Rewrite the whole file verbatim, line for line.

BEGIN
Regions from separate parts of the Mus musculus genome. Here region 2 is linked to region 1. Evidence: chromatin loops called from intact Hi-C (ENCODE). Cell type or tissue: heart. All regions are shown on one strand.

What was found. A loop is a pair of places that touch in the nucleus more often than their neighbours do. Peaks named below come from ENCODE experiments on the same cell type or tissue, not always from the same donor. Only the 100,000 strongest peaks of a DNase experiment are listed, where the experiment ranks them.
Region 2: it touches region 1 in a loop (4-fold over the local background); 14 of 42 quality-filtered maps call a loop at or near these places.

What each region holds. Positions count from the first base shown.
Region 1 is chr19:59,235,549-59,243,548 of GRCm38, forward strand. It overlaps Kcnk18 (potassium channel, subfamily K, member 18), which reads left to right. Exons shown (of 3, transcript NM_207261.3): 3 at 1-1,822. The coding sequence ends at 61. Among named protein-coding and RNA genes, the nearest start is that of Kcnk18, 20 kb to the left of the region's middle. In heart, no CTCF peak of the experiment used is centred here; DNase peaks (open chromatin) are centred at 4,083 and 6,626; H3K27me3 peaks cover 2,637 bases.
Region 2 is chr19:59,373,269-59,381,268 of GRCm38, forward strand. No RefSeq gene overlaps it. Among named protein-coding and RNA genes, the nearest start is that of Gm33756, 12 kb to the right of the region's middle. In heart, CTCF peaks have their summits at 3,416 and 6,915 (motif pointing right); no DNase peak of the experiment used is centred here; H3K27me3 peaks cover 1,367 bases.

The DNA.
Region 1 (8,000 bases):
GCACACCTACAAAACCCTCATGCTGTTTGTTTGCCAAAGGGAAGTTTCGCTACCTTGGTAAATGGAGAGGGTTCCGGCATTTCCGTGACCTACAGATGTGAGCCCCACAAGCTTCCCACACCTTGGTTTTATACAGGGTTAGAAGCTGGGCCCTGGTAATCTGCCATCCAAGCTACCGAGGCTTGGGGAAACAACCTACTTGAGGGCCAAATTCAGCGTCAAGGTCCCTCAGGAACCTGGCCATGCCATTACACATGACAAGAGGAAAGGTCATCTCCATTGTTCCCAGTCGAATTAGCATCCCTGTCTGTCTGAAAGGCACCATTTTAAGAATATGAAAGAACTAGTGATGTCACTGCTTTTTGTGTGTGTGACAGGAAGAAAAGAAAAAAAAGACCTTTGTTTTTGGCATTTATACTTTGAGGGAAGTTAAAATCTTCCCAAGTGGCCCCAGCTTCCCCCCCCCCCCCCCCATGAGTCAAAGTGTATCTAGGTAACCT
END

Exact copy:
Regions from separate parts of the Mus musculus genome. Here region 2 is linked to region 1. Evidence: chromatin loops called from intact Hi-C (ENCODE). Cell type or tissue: heart. All regions are shown on one strand.

What was found. A loop is a pair of places that touch in the nucleus more often than their neighbours do. Peaks named below come from ENCODE experiments on the same cell type or tissue, not always from the same donor. Only the 100,000 strongest peaks of a DNase experiment are listed, where the experiment ranks them.
Region 2: it touches region 1 in a loop (4-fold over the local background); 14 of 42 quality-filtered maps call a loop at or near these places.

What each region holds. Positions count from the first base shown.
Region 1 is chr19:59,235,549-59,243,548 of GRCm38, forward strand. It overlaps Kcnk18 (potassium channel, subfamily K, member 18), which reads left to right. Exons shown (of 3, transcript NM_207261.3): 3 at 1-1,822. The coding sequence ends at 61. Among named protein-coding and RNA genes, the nearest start is that of Kcnk18, 20 kb to the left of the region's middle. In heart, no CTCF peak of the experiment used is centred here; DNase peaks (open chromatin) are centred at 4,083 and 6,626; H3K27me3 peaks cover 2,637 bases.
Region 2 is chr19:59,373,269-59,381,268 of GRCm38, forward strand. No RefSeq gene overlaps it. Among named protein-coding and RNA genes, the nearest start is that of Gm33756, 12 kb to the right of the region's middle. In heart, CTCF peaks have their summits at 3,416 and 6,915 (motif pointing right); no DNase peak of the experiment used is centred here; H3K27me3 peaks cover 1,367 bases.

The DNA.
Region 1 (8,000 bases):
GCACACCTACAAAACCCTCATGCTGTTTGTTTGCCAAAGGGAAGTTTCGCTACCTTGGTAAATGGAGAGGGTTCCGGCATTTCCGTGACCTACAGATGTGAGCCCCACAAGCTTCCCACACCTTGGTTTTATACAGGGTTAGAAGCTGGGCCCTGGTAATCTGCCATCCAAGCTACCGAGGCTTGGGGAAACAACCTACTTGAGGGCCAAATTCAGCGTCAAGGTCCCTCAGGAACCTGGCCATGCCATTACACATGACAAGAGGAAAGGTCATCTCCATTGTTCCCAGTCGAATTAGCATCCCTGTCTGTCTGAAAGGCACCATTTTAAGAATATGAAAGAACTAGTGATGTCACTGCTTTTTGTGTGTGTGACAGGAAGAAAAGAAAAAAAAGACCTTTGTTTTTGGCATTTATACTTTGAGGGAAGTTAAAATCTTCCCAAGTGGCCCCAGCTTCCCCCCCCCCCCCCCCATGAGTCAAAGTGTATCTAGGTAACCT